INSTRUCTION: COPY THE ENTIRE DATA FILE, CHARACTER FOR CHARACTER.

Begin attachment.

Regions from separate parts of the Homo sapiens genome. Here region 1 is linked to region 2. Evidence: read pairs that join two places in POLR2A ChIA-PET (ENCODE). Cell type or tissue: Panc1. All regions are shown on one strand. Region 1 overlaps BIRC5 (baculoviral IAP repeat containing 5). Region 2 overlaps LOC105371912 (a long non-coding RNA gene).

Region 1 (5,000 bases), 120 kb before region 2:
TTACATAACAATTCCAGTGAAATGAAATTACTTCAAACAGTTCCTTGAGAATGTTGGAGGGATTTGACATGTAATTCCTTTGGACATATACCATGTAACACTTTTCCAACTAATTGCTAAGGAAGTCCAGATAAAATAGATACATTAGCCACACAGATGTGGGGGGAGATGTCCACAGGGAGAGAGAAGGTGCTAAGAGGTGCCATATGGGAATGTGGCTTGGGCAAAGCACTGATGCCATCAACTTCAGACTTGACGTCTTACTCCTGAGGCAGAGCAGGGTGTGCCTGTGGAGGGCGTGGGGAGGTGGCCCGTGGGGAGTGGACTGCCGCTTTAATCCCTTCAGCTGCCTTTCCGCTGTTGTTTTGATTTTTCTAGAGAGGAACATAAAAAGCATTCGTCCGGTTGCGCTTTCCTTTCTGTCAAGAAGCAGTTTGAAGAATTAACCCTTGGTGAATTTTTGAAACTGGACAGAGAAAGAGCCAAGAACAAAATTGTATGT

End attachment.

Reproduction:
Regions from separate parts of the Homo sapiens genome. Here region 1 is linked to region 2. Evidence: read pairs that join two places in POLR2A ChIA-PET (ENCODE). Cell type or tissue: Panc1. All regions are shown on one strand. Region 1 overlaps BIRC5 (baculoviral IAP repeat containing 5). Region 2 overlaps LOC105371912 (a long non-coding RNA gene).

Region 1 (5,000 bases), 120 kb before region 2:
TTACATAACAATTCCAGTGAAATGAAATTACTTCAAACAGTTCCTTGAGAATGTTGGAGGGATTTGACATGTAATTCCTTTGGACATATACCATGTAACACTTTTCCAACTAATTGCTAAGGAAGTCCAGATAAAATAGATACATTAGCCACACAGATGTGGGGGGAGATGTCCACAGGGAGAGAGAAGGTGCTAAGAGGTGCCATATGGGAATGTGGCTTGGGCAAAGCACTGATGCCATCAACTTCAGACTTGACGTCTTACTCCTGAGGCAGAGCAGGGTGTGCCTGTGGAGGGCGTGGGGAGGTGGCCCGTGGGGAGTGGACTGCCGCTTTAATCCCTTCAGCTGCCTTTCCGCTGTTGTTTTGATTTTTCTAGAGAGGAACATAAAAAGCATTCGTCCGGTTGCGCTTTCCTTTCTGTCAAGAAGCAGTTTGAAGAATTAACCCTTGGTGAATTTTTGAAACTGGACAGAGAAAGAGCCAAGAACAAAATTGTATGT